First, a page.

That may explain the strong air of escapism surrounding the Spring 2010 collections. “Why all the party dresses?” the International Herald Tribune‘s Suzy Menkes whispered to me as we were waiting for the Marc Jacobs show to begin. “Is that really what people want to do when their friends are losing their jobs? Go out and party? Maybe it is,” she concluded. Besides, the fashion houses tried sensible last season, and that didn’t sell either. And you need to have the confidence of a veteran like Ralph Lauren to address the state of the world head-on and then put your own gloss on it, as he did with his ode to the prairie.

To do well in this environment, it probably helps to design in a bubble. Rodarte’s presentations always have the blinkered, bonkers brilliance of one of Jason Schwartzman’s high school productions in Rushmore, and their Braveheart-meets-Mad Max Spring collection—as if they’d torn up their pal Kirsten Dunst’s plaid shirts and stitched them together with bits of leather, yarn, and whatever other scraps they could scavenge—was one of the week’s highlights. Working in a different kind of bubble are the designers who stubbornly refine their particular aesthetic each season, people like Maria Cornejo at Zero, whose brand of minimalism came with a new confidence and sex appeal for Spring (the MObama seal of approval will do that for a girl), and L’Wren Scott, whose Edwardian rock ‘n’ roll dominatrix gets hotter at every step.

But to really thrive as we tiptoe along the knife edge between recession and recovery, you have to be one of those types who enjoys a bit of flux, who likes working without a net. I mean Marc Jacobs, of course. His Spring 2010 collection was yet another hit. (For details, I refer you to Menkes‘ review, though our own Nicole Phelps was right on the money, as usual, too.) In the same camp as Jacobs is Alexander Wang, too young, too carefree, and too talented to be daunted by a little thing like the convulsions of U.S. capitalism. His theme for Spring was football, that enduring if battered source of American pride. He seemed to be reaching a bit this time around, but the energy and optimism is infectious. The same was true at Proenza Schouler, whose designers, it’s easy to forget, are just four years older than Wang. Their color-injected, the-future’s-so-bright-you-gotta-wear-shades mix of sportswear and animal-print dresses was a hit.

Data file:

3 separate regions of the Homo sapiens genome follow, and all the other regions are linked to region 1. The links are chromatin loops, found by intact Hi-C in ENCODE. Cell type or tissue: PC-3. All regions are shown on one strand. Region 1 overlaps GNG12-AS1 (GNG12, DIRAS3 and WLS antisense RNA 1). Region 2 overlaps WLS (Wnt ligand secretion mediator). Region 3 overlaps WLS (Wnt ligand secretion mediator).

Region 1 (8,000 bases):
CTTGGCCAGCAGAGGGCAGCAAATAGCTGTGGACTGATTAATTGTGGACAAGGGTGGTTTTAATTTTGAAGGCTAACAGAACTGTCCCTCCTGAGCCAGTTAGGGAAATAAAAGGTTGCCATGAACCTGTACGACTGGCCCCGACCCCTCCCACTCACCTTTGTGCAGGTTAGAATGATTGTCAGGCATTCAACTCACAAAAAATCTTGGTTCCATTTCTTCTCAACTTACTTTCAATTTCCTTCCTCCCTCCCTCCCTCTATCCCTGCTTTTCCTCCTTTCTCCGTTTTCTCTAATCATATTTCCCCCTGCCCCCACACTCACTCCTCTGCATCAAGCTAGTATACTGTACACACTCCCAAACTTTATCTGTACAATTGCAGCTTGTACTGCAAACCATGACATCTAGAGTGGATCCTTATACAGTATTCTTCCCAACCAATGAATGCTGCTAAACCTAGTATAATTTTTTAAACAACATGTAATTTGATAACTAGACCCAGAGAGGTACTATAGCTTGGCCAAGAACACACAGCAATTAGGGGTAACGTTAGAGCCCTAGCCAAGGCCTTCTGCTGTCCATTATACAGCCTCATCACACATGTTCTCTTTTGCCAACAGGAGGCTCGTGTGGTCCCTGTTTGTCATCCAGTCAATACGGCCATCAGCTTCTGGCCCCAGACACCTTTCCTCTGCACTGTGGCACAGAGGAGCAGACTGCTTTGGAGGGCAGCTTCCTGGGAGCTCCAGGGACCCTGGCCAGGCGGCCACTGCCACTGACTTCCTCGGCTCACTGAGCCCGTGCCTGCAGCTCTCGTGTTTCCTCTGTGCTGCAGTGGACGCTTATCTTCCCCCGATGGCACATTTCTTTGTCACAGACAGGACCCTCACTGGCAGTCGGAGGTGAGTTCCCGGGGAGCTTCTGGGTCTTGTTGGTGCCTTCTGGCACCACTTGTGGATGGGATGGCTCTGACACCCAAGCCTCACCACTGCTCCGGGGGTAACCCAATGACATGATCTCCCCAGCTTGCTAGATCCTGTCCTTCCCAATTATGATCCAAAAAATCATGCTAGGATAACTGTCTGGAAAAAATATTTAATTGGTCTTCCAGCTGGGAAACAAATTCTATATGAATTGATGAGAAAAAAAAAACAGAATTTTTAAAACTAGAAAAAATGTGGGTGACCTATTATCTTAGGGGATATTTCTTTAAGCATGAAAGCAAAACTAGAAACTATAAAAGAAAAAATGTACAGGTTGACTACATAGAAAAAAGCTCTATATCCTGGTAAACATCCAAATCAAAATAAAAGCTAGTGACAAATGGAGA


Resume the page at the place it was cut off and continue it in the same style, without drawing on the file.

It’s not a surprise that Wang threw the week’s most raucous party (in a week filled with more raucous parties than ever): an incendiary bash in a converted gas station, with an expletive-laced performance by Courtney Love. Ah, yes, Courtney. Nothing contributed to the week’s air of unreality more than the combined presence at the shows of Love, Lady Gaga, and Madonna, the three biggest pop divas on the planet (or at least the three biggest platinum-blond pop divas on the planet—Whitney was busy showing Oprah how to roll joints on TV). At the Jacobs show, I looked up and realized I was suddenly staring directly into the eyes of Madonna across the catwalk (or would have been if the superstar had not long ago mastered the art of avoiding eye contact with non-security-vetted personnel). The next night, at Narciso Rodriguez, I was seated across from Courtney Love. By rights she should have crashed to earth a long time ago, but there she was, twisting in her seat, whispering to the guy in the kilt next to her, eyes flashing defiant mischief. In short, schooling the rest of us in the art of running in thin air.

On the last night of fashion week, after Francisco Costa closed the New York collections on a paradoxically serene note, Calvin Klein gave a dinner at the restaurant in the Standard Hotel. Eighteen floors up from those dining tables is the most spectacular new venue in town (perhaps the most spectacular venue this town has ever seen): a cocktail lounge called the Boom Boom Room. And just off the Boom Boom Room is a small smoking balcony. The floor of the balcony is a sheet of clear glass, and there’s nothing between you and the pavement but a few hundred feet of New York City air. It’s beautiful up there. Just remember, don’t look down.

Photo: Marcio Madeira (Rodarte), Sherly Rabbani and Josephine Solimene (Love), AFP / Getty Images (Wile E. Coyote)

CPP On The MTV Video Music Awards

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Click here to download Style.com’s iPhone app—featuring the latest from Spring 2010 RTW >

Background Photo: Steven Torres

Spain Date

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They don’t call New York the melting pot for nothing. On today’s fashion week schedule alone, we’ve got an imported Brit (Victoria Beckham), a Norwegian (Elise Øverland), and a Japanese-German collaboration in the form of Yohji Yamamoto and Adidas’ Y-3 collection. New to the calendar are four Spanish talents presenting under the MMODANY banner. Style.com previewed the collections of Juan Duyos, Ana Locking, Carmen March, and Juanjo Oliva last week, and we can confirm that they’re well worth swinging by the Celeste Bartos Forum at the New York Public Library this afternoon from 2 to 4 to check out. But don’t take our word for it—watch this exclusive preview now of the video that will be playing there.